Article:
As snowflakes swarmed in the glow of the streetlamp, actress Jennie Garth - decked out in a heavy overcoat and gloves - fanned herself to stave off the heat.
Blizzards in Los Angeles in June are only a slightly less frequent occurrence than one occurring off-camera that day: I was a writer standing in a place few writers are welcomed - the set of his own movie.
Six months had passed since I'd first read the treatment for the TV movie that would become "Secret Santa." Producer Beth Polson's synopsis put forth a whimsical supposition: What if a cynical newspaper reporter journeyed to a town in search of a mysterious philanthropist - and ended up finding something more than she'd bargained for? I felt the yarn held a plausible premise and I buckled down to pen the script.
CUT TO: ONE MONTH LATER. The teleplay was complete, and I'd arrived at the moment screenwriters most dread. My newborn "baby" was off to live with a new family, and I wouldn't be granted visitation rights. It was only my second movie, but I'd been around enough to know that writers were about as welcome on a movie set as a rabid possum at a Brownie campout.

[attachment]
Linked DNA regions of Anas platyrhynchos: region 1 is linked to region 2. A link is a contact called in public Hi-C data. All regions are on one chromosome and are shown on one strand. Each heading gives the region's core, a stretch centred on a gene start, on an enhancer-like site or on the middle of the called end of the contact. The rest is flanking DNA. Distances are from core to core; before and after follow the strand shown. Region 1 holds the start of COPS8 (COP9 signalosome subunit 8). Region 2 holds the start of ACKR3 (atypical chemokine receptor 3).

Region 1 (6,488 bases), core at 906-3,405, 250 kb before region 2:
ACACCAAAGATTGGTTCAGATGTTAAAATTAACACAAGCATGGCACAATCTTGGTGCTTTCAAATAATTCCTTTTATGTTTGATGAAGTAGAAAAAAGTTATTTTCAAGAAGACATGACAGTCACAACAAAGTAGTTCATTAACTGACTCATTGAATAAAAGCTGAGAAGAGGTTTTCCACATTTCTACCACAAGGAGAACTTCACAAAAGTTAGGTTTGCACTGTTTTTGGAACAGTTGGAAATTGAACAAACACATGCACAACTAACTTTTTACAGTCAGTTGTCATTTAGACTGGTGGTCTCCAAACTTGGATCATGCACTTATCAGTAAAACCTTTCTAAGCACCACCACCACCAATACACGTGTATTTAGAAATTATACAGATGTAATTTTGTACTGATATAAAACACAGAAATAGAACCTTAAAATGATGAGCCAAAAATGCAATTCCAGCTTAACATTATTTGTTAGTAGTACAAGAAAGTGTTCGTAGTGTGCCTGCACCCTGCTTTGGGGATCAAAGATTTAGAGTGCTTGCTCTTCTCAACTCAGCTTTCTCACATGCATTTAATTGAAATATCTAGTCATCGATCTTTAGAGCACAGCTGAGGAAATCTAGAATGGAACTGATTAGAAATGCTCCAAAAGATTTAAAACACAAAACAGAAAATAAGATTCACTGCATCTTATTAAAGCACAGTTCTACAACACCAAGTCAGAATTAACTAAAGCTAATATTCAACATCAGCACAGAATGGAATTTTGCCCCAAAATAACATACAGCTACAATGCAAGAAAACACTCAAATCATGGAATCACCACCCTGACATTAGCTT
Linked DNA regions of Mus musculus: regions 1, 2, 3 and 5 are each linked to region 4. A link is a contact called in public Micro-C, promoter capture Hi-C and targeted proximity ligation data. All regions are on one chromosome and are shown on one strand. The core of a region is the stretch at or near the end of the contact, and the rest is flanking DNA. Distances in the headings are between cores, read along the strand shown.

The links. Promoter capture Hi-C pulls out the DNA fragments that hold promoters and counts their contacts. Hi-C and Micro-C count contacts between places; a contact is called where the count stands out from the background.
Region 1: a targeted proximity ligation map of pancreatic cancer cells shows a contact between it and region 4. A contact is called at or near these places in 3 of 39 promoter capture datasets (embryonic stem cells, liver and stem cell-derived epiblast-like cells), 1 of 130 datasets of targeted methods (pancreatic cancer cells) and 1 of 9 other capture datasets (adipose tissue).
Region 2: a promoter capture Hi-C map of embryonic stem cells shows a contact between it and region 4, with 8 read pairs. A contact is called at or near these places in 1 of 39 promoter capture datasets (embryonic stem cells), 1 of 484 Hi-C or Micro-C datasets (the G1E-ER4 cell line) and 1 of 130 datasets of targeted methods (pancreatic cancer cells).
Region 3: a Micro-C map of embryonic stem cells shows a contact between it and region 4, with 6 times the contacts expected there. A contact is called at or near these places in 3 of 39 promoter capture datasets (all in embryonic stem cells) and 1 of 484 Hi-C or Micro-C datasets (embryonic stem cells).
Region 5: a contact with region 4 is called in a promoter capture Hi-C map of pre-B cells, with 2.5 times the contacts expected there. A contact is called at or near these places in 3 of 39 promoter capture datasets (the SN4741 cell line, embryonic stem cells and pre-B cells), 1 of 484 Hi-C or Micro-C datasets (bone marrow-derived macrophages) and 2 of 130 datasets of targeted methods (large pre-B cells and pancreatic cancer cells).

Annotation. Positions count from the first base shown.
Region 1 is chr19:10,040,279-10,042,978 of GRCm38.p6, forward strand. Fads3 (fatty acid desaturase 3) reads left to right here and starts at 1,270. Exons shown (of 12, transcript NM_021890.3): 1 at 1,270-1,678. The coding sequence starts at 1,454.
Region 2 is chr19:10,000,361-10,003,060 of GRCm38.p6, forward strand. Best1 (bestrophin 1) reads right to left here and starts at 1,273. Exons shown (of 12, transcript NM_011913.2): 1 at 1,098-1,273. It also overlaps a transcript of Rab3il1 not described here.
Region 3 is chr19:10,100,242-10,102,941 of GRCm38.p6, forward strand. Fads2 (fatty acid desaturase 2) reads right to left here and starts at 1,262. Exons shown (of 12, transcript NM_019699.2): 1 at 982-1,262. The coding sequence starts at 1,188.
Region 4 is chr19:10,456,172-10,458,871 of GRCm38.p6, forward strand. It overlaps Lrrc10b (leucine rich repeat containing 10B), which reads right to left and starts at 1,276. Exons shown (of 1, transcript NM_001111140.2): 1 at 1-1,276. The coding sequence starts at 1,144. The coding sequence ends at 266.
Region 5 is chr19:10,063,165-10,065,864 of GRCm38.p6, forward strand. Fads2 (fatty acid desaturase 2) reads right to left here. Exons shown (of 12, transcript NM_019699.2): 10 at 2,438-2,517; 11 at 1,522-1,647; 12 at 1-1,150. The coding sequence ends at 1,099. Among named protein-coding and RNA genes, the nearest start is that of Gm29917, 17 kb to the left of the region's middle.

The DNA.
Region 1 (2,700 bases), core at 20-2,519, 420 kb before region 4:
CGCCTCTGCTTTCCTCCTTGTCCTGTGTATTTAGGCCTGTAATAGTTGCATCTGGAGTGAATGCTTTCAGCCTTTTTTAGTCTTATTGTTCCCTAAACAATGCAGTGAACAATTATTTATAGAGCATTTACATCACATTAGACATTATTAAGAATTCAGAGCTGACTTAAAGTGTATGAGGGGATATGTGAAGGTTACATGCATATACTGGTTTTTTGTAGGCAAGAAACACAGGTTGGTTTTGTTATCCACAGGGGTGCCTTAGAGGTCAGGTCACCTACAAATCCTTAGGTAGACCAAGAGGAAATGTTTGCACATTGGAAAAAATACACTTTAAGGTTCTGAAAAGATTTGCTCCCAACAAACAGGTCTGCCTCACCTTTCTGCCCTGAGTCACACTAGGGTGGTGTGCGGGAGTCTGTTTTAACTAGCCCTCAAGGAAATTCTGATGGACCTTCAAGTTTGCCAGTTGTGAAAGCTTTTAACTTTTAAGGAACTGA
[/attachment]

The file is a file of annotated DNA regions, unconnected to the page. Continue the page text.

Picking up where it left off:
The first time out, I'd naively phoned the producer on set to ask if I could drop by and say hello. He abruptly cut off the conversation, promising to call right back. The next time I saw him was five months later at a media event where he looked at me as if he was struggling to put a name with my vaguely familiar face. Needless to say, I was wary that "Secret Santa" would merely be a sequel to the previous unpleasantness. Then, I received the shock of my professional life.
"Just so you know," Beth informed me the day before production began, "you are welcome on set."
I asked her to clarify when I was welcome. "Always," she said succinctly. "After all, you're the writer."
From Day 1, the cast sought me out to offer kind words about the script and did their best to make me feel welcome. When I went out of town one Friday, Garth welcomed me back on Monday with a playful scolding for writing a scene that had kept her busy plucking flecks of mud out of her hair all weekend.